by Henry Kissinger
Published in May 2011
Thibault's Score: 5/5
Before reading this book, I assumed that Henry Kissinger was just another statist war criminal. Maybe he is a war criminal, but he is clearly a genius.
Few diplomats have shifted the fate of the United States more than Kissinger. In his masterpiece, On China, Kissinger recollects his negotiations with the Chinese during the Nixon era. His book is very well written, and, despite its length and academic topic, never loses the reader’s attention.
The book can be divided into roughly 3 parts. The first third of the book focuses on pre-communist Chinese history, and the peculiarities of Chinese culture. The second part of the book focuses on the communist era, and the final third covers Kissinger and the American’s negotiations with the Chinese.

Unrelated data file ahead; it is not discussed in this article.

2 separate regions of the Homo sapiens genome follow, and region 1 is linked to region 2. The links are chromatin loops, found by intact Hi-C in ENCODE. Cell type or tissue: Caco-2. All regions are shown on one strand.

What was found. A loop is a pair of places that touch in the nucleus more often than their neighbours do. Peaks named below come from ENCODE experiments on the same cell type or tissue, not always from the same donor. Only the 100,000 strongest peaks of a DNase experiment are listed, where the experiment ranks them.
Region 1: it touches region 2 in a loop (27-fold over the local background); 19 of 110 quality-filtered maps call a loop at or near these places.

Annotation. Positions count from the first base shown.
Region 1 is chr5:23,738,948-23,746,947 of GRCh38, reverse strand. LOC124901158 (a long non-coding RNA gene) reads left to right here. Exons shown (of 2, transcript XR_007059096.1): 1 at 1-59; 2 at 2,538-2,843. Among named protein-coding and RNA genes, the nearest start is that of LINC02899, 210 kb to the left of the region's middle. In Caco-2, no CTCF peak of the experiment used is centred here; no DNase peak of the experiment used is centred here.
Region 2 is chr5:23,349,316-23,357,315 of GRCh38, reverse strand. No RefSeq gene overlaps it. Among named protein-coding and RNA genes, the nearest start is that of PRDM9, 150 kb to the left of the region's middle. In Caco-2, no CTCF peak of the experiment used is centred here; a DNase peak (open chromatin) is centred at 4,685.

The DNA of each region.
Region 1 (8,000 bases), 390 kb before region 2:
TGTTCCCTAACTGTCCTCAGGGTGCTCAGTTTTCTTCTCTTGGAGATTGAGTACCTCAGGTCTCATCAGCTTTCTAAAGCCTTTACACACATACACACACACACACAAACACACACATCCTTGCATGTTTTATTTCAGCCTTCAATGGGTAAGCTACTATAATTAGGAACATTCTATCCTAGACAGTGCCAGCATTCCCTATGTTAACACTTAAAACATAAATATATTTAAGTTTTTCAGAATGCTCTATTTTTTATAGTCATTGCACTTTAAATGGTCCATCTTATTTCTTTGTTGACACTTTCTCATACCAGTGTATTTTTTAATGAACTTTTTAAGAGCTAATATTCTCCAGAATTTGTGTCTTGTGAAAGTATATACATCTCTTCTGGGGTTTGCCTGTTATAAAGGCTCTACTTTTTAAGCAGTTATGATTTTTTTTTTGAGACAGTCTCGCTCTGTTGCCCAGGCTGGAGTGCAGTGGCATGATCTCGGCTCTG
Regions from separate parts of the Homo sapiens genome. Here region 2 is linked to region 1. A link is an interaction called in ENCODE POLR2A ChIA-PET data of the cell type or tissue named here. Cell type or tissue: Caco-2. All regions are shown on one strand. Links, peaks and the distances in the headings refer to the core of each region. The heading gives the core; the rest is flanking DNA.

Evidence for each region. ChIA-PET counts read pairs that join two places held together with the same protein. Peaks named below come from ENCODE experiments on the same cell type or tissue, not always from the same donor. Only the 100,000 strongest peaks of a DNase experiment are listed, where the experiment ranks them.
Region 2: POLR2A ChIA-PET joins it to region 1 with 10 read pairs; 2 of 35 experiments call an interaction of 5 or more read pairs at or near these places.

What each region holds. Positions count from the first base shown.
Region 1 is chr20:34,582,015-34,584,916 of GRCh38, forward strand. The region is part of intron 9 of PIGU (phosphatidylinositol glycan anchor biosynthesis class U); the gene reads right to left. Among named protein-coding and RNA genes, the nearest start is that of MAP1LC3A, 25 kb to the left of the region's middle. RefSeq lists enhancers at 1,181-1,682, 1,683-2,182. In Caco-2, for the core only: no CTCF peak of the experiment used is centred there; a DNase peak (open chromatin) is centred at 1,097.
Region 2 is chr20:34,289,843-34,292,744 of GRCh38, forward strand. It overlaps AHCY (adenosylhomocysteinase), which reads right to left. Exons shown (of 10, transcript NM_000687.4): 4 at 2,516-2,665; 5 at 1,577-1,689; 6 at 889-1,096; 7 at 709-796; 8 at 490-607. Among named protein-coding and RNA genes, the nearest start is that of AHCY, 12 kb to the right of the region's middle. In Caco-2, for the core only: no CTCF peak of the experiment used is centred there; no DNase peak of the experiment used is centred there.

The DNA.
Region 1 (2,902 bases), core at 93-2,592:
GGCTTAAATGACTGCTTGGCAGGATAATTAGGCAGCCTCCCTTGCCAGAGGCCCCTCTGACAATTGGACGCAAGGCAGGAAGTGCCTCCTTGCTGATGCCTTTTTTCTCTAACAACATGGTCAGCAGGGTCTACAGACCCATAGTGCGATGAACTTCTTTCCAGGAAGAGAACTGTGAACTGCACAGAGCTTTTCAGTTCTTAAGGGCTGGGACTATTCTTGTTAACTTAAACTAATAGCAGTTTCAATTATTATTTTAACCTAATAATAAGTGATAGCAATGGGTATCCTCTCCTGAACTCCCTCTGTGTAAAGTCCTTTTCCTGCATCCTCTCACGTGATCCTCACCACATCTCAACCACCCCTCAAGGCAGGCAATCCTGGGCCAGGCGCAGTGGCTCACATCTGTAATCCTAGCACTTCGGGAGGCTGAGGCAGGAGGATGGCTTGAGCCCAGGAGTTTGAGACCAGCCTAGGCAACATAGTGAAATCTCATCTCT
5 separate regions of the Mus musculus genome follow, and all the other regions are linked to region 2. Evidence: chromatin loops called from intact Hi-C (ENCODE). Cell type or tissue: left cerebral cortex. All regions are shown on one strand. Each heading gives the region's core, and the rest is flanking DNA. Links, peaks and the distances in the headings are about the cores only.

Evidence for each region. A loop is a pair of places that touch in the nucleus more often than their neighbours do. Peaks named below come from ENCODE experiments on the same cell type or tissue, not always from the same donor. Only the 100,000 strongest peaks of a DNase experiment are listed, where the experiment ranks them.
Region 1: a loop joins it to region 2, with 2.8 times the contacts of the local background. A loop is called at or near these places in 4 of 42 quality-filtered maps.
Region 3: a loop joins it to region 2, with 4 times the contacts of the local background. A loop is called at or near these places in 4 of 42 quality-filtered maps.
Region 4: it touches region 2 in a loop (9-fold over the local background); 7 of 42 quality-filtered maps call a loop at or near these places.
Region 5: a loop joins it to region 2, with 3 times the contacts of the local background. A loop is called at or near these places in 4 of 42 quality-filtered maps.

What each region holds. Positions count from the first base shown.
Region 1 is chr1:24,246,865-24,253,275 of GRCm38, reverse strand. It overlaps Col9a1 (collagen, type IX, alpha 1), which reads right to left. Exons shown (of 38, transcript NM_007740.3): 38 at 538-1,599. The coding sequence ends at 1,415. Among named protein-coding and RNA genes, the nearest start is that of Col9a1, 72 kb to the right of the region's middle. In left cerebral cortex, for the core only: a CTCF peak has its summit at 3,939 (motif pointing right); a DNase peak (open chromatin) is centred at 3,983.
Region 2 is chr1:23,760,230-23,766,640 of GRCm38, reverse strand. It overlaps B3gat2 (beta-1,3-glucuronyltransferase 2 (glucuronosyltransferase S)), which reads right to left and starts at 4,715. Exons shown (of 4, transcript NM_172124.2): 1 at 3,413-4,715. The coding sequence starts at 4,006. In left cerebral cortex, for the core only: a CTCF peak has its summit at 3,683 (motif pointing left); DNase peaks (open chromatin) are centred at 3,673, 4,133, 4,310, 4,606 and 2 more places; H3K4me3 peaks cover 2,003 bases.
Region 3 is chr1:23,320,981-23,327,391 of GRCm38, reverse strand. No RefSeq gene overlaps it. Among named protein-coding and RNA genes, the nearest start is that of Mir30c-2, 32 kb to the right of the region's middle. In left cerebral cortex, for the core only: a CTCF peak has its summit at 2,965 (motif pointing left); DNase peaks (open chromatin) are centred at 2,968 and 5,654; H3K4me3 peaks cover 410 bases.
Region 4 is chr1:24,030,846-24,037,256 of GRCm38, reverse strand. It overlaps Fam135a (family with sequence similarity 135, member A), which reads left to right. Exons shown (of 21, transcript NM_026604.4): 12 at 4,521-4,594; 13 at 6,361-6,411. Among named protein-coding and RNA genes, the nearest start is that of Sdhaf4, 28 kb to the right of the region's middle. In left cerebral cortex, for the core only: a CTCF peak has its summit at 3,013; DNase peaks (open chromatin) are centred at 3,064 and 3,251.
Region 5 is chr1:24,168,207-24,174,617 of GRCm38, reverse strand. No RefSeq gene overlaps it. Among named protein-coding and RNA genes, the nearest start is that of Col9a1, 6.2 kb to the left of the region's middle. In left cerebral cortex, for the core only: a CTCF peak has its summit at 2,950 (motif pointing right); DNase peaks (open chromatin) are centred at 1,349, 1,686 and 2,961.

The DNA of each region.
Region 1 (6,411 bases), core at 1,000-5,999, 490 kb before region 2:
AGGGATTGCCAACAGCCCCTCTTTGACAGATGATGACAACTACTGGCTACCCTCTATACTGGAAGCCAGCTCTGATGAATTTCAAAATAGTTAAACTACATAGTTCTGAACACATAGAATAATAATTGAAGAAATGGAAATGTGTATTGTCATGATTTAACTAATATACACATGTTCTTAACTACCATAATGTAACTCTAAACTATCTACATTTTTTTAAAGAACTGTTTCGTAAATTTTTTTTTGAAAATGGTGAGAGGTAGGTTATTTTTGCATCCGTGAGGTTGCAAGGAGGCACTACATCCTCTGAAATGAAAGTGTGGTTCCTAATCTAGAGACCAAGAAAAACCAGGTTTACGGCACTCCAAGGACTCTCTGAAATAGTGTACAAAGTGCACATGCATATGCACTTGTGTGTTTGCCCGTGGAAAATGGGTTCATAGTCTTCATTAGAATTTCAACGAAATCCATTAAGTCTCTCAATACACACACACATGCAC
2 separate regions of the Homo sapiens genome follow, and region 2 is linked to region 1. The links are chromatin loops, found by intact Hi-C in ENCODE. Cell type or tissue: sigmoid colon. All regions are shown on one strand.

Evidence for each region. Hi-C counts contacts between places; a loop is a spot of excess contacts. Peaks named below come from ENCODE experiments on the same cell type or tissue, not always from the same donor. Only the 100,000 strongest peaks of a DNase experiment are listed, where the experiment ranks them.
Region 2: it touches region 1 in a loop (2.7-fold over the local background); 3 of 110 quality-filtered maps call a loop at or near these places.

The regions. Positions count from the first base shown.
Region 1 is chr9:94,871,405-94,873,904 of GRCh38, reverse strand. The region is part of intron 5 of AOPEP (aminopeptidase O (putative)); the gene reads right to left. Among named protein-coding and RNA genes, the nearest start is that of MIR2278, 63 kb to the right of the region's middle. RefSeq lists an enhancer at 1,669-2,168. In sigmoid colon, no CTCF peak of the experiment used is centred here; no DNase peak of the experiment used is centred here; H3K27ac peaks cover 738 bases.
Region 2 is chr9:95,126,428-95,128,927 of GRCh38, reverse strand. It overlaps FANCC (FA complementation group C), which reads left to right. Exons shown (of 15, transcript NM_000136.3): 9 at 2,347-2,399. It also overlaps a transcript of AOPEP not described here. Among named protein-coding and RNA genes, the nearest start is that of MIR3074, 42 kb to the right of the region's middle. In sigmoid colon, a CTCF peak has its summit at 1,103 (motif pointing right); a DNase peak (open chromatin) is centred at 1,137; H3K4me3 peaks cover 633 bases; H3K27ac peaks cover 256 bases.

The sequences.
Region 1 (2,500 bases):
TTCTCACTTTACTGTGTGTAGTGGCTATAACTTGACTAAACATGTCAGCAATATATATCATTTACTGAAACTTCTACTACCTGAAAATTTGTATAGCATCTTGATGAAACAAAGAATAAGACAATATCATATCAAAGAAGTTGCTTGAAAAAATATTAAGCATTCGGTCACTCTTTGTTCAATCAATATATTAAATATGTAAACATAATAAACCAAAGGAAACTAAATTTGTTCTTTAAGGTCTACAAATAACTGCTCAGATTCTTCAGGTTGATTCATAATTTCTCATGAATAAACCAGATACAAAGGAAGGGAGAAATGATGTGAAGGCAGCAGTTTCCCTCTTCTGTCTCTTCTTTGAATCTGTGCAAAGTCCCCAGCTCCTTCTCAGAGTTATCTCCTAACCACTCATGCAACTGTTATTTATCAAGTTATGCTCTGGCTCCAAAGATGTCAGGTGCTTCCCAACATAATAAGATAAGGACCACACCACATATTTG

This book has helped me understand Chinese politics on a whole new level, and like many good books, has utterly humbled me.
For example, I only vaguely realized that China and the Soviet Union were rivals. Like many other ignorant westerns, I had assumed that the two communist powers were natural allies rather than natural rivals. Before reading this book, I didn’t realize that China went to war in Vietnam roughly ten years after America invaded the country. I feel ignorant.
I recommend this book to anyone who is interested in learning more about China and its political relationship with the United States.
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